Every spring, Manitoban campers, and outdoor enthusiasts eagerly log on to reserve campsites, often facing disappointment as the limited number of high-demand accommodations, such as yurts and cabins, are booked within minutes.
Booking a campsite has become as competitive as buying concert tickets online. This year, however, camper Megan Maxwell managed to secure a spot in the electronic queue seconds after reservations opened.
Demand for upscale camping options such as cabins, yurts, and serviced campsites has far exceeded supply in Manitoba for years. The provincial government is now addressing this issue with a 10-year CA$110-million infrastructure plan, set to be formally announced later this year following public consultations. The Minister for Natural Resources, Greg Nesbitt, said, “You give them 50 yurts, and they want 100. And that’s what we intend to do is keep expanding parks to meet the demand.”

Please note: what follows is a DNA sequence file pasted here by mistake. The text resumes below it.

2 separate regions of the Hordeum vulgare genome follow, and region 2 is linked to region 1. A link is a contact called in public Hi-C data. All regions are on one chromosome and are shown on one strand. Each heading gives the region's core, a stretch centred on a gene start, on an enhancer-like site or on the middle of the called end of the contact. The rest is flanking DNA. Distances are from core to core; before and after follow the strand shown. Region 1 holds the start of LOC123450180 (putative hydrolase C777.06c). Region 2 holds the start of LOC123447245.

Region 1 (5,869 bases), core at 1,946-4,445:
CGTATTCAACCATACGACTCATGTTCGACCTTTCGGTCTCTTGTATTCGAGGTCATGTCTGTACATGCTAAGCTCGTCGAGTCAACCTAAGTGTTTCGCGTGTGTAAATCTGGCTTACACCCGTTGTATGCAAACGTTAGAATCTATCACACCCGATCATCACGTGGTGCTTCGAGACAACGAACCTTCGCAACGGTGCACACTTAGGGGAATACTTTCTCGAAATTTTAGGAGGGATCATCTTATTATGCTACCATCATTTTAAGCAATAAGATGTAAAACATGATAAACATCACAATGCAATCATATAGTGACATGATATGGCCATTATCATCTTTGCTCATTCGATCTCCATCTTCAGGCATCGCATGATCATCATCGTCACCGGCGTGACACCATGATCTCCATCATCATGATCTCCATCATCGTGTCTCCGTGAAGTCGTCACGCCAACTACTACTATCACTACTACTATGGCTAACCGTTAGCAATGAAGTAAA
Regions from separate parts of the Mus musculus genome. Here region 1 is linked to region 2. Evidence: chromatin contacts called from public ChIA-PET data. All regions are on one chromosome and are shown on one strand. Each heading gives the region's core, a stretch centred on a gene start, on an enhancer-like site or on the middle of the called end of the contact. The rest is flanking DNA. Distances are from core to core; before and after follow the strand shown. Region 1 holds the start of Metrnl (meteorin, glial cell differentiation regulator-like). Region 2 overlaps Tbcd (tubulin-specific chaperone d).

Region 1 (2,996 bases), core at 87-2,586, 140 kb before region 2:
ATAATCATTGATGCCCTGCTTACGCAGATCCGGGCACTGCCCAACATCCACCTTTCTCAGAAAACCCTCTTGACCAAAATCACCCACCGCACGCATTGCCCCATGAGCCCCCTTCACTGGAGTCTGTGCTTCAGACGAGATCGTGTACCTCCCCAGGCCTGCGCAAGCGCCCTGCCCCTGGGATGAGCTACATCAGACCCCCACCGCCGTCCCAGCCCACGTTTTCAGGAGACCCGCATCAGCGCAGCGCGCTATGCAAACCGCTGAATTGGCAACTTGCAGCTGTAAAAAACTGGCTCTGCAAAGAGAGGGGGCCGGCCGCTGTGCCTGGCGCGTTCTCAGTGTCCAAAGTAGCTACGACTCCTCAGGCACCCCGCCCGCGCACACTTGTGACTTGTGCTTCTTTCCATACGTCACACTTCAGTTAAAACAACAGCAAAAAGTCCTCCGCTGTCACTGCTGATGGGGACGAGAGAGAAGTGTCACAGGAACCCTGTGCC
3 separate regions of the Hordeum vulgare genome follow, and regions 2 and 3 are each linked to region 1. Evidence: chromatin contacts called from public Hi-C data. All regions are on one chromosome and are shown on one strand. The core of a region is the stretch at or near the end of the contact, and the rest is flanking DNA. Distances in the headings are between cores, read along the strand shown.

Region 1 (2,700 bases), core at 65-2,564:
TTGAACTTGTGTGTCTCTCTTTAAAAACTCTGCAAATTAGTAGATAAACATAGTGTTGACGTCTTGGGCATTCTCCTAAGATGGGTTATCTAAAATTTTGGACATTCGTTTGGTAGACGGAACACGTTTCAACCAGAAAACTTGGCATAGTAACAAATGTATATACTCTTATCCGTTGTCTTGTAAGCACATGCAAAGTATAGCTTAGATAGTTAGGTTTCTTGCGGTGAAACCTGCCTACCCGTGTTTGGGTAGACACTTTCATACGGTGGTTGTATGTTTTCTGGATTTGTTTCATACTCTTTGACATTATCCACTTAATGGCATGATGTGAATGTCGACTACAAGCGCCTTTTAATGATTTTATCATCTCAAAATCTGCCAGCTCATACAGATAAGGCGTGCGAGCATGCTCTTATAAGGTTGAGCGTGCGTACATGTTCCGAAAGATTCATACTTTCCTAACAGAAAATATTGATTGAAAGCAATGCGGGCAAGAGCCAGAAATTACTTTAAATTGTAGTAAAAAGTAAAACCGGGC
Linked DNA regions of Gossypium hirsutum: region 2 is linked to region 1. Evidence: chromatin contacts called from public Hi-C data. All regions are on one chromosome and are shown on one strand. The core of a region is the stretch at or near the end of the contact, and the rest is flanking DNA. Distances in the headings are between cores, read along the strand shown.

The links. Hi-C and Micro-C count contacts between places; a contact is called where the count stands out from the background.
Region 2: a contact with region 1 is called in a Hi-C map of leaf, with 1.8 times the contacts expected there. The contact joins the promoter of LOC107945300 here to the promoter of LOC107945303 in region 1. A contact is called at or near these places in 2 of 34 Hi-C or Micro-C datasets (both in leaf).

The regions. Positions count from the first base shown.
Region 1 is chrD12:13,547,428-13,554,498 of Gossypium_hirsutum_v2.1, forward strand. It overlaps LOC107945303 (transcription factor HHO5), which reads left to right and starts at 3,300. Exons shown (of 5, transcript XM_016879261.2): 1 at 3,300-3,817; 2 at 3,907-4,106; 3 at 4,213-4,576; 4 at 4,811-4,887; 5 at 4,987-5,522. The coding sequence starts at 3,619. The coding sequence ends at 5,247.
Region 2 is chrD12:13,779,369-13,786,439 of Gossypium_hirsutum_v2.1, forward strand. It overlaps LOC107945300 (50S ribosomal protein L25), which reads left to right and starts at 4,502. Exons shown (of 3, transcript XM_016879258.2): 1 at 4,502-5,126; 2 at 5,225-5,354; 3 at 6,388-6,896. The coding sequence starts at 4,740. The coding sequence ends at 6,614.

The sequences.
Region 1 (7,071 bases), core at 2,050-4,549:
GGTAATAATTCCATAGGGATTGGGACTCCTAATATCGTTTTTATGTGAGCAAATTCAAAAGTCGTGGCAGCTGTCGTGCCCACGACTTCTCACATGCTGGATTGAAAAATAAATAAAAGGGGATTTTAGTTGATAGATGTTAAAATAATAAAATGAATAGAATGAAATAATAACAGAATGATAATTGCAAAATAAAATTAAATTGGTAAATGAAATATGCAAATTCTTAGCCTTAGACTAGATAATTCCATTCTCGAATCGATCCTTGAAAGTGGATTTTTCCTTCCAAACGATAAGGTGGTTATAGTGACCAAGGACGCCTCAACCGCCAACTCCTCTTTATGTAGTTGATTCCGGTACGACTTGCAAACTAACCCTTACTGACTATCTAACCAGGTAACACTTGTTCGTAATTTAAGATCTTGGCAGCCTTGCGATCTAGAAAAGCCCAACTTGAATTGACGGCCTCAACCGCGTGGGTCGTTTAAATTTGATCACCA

The government commissioned a consultant’s report, completed in December, which recommends more camping opportunities, particularly luxury options like yurts and cabins. According to the report, Birds Hill Provincial Park, a popular site north of Winnipeg, could use 50 yurts. Nesbitt hinted that the government may act on that proposal when it releases its annual short-term infrastructure plan in May.
The consultant’s report also suggests raising fees at parks to recover more of the costs. The report proposes a sharper increase in luxury camping rates and a limited increase in rates for basic campsites.
To ensure access for low-income earners, the government could make free park entry passes available through libraries. Nesbitt stated that the government is not currently considering increasing fees, but a future increase is likely.
Featured image from Manitoba Parks.